Giuliana, appalled, subsequently told the Evening Standard that she was "tricked into saying those things" and that her father is robust.
"His humor is upbeat, he is doing pshysiotherapy and he is not thinking about dying," the newspaper reported her saying.
Pavarotti's manager, Terri Robson, was also shocked on hearing rumors that the singer was nearing death, initially saying that Giuliana's words had been "twisted." The article was originally published in the German magazine Bunte and was taken out of context, Robson asserted to the AP.
"He's very positive," Robson said in the Standard, and often talks about seeing his parents and finding peace, his greatest wish.
She added that the singer is teaching daily students he chose for study, and working on an album of classical and religious music. The recording is scheduled to be finished by fall and on sale early next year.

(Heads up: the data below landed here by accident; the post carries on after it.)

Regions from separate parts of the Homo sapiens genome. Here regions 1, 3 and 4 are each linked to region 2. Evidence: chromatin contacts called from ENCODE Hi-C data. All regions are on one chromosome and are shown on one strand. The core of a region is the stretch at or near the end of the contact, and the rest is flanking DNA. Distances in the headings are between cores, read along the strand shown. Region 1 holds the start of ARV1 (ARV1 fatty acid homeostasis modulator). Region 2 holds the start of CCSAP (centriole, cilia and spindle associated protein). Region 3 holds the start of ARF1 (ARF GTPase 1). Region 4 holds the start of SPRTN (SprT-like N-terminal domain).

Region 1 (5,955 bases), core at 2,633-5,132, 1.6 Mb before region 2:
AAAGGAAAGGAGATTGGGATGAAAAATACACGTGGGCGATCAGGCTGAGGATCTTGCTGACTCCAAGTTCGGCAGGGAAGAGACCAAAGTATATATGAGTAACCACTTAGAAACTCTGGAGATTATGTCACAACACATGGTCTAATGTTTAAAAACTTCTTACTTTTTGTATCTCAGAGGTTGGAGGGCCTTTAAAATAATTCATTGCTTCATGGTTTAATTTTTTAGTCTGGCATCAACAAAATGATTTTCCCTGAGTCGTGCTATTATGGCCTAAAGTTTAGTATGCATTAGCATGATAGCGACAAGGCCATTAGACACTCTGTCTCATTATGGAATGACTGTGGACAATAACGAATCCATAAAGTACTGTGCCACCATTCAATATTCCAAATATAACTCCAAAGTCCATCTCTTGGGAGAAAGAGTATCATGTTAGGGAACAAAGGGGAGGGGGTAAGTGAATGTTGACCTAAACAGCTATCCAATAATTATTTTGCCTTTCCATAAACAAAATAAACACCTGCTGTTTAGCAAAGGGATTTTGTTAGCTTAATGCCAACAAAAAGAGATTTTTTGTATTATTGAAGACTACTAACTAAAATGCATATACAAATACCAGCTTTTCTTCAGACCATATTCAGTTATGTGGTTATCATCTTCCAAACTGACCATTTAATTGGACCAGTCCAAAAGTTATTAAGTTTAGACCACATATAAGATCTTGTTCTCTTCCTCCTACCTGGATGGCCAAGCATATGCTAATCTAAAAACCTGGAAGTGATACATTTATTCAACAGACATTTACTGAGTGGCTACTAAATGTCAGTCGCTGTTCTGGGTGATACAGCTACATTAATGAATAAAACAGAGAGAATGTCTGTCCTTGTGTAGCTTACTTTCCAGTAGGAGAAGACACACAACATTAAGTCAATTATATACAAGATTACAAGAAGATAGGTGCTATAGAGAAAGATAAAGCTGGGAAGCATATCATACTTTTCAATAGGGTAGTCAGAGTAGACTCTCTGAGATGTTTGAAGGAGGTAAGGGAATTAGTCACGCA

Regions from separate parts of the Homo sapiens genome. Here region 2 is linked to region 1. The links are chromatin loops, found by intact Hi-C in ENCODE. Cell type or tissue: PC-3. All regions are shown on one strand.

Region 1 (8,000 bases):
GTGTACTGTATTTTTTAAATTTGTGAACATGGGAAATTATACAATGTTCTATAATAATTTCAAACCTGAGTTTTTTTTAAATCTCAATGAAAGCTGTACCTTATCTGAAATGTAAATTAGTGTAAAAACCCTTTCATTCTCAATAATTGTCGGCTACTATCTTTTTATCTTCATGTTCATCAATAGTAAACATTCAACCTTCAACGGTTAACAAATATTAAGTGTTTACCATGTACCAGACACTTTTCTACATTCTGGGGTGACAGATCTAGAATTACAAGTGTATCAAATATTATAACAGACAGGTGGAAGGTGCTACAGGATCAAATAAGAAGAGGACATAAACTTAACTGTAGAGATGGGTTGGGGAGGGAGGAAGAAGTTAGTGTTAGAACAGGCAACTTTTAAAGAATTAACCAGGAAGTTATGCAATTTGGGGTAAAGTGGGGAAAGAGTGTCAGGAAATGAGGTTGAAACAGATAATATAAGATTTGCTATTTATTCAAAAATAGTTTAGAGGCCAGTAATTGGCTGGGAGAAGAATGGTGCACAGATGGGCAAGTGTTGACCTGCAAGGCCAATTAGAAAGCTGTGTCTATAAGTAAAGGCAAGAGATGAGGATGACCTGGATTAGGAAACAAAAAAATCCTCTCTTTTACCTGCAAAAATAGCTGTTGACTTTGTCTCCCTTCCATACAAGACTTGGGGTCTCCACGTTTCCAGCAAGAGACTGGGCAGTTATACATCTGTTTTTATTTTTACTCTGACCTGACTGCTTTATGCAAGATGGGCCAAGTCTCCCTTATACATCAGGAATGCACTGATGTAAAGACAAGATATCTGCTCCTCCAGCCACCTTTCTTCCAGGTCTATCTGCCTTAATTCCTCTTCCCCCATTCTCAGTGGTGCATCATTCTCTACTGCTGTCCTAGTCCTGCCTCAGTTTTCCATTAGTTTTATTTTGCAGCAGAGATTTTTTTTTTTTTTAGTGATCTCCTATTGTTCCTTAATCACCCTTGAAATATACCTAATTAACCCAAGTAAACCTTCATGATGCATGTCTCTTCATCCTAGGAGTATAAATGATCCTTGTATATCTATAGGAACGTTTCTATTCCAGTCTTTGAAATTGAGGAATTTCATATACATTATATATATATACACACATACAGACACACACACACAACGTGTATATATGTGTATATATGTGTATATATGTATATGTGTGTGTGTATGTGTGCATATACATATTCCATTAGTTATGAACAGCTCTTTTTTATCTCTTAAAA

The 71-year-old Pavarotti, though not pleased, apparently laughed when told by Robson of Giuliana's claim.
"[He] said he is feeling stronger," said Robson.
The tenor has been suffering from pancreatic cancer, with which he was diagnosed in July 2006, and so cut short a farewell tour he began in 2004. Back pain from a previous injury had caused him to cancel some concerts as well.
Weeks after undergoing surgery in New York, Pavarotti announced his plans to resume his tour on returning to heath, and has since been recovering on his estate in Pesaro, Italy.
Pavarotti insists he is fine and getting better, according to the Standard.
"What do you want me to say? That I'm dead? Well, I'm not. At the moment I am thinking of the nice fish supper I am going to have tonight."